It is the moment you have been waiting for… You submitted your MBA application, you participated in the interview, and now you received a letter from your target business school. Whether you are presented with a large envelope of acceptance or the dreaded rejection: now what?
Whichever the result, you have a few options moving forward. The following is a guide to help you navigate each situation constructively.
First things first, merely just being qualified is not enough. You are up against a large range of competitive applicants with ambitious test scores and experiences. Adcoms are looking to fill a diverse class of different backgrounds, professions, and perspectives that align with their school’s culture.
Rejection is disappointing, but it doesn’t define you. Give yourself the time you need to vent and then consider the next steps to help you successfully move on to your next plan.
- Craft a new strategy. Is b-school really the next step for you and is now the right time? Think hard and good not only about your long-term goals but also your short-term goals. What are you seeking to accomplish in your professional and personal life? Sometimes we think we have all the answers and then our plans change. We learn, adapt and grow.
- Reapply. It is becoming a regular practice that a dedicated group of applicants is reapplying to their target schools. Many say that these focused individuals are more likely to get into the school as a re-applicant over the general pool. Having already been through the process, using the feedback to your advantage, and reapplying to your top-choice can be a positive and rewarding experience.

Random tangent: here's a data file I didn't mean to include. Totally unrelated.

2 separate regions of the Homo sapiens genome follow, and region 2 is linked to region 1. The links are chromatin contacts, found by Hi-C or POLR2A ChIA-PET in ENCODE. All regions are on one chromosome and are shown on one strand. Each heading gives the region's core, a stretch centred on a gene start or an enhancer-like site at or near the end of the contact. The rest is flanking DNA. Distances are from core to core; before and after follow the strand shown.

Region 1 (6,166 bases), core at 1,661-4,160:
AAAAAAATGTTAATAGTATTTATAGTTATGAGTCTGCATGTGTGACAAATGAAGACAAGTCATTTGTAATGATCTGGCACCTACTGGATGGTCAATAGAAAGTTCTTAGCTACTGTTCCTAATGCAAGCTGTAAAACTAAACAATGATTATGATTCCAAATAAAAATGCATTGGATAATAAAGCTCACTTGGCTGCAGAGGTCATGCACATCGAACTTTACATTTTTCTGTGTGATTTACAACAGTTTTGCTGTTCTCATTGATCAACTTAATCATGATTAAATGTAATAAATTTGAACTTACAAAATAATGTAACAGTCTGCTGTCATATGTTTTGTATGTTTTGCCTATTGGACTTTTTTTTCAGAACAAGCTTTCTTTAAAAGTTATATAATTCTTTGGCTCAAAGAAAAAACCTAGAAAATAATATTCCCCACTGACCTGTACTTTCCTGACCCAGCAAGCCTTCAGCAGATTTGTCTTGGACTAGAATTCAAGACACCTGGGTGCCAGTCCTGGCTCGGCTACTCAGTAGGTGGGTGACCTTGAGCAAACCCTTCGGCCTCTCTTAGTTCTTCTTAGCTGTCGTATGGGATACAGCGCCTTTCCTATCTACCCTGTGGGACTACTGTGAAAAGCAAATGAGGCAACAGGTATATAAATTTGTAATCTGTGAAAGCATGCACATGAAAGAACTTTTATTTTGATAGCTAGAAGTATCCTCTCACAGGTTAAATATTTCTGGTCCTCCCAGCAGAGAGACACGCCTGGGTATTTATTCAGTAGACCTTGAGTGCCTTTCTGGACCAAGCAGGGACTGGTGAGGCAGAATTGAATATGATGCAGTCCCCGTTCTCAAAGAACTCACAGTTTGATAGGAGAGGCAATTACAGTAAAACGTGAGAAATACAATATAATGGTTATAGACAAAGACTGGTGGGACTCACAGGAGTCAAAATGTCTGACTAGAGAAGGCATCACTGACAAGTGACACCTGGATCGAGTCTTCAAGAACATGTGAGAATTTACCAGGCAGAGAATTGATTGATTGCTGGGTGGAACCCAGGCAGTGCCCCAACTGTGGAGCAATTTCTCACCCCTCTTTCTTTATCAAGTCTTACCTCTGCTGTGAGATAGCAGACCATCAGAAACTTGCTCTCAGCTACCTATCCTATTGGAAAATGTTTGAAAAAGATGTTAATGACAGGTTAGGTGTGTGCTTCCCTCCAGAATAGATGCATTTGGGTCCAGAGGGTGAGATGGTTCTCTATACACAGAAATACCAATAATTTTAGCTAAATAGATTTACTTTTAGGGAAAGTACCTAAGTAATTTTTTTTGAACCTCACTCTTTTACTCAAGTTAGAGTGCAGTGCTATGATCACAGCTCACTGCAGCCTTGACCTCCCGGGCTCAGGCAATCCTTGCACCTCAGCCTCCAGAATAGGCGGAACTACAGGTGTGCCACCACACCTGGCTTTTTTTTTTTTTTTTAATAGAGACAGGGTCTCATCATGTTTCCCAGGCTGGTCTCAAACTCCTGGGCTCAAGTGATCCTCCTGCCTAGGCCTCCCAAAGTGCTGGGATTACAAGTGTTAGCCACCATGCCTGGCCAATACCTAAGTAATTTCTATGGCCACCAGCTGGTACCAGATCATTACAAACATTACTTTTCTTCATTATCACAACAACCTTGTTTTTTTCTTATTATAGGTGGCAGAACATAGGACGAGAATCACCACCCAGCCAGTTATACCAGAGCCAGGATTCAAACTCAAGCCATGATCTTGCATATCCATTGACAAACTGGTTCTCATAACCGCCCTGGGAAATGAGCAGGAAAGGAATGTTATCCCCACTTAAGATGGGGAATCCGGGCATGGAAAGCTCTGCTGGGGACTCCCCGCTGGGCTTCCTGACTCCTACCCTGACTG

- Maintain perspective. Working toward a goal and then having to adapt to change can be difficult, but this isn’t the worst thing in the world. The overall application process pushed you to take that next step in your career. Although it may not have worked out the way you hoped, by revising your plans you will learn more about yourself, gain more career experience, adjust your timeline and be more prepared for what is to come.
After you finish celebrating, it is never too early to prepare for your MBA studies.
- Send your thank notes. Yes, this means handwriting thank you notes to each person who helped, recommended, proofed, edited and supported you with your application.
- Complete pre-matriculation requirements. Each program has pre-matriculation requirements for applicants to complete prior to the beginning of the program. As the start date for your program approaches, there will be a lot of moving parts. It will be easy to put these off, especially if prior to starting your program you plan on using the down time to travel. It is best to avoid procrastination and try to get these out of the way immediately.
- Get to know your classmates. Many MBA programs have tight-knit communities and the bonding starts right away. There will be specific trips, Facebook groups, and online communities for you to get involved in. After all, you will be spending the next two years together, so take advantage of these resources and get to know your classmates.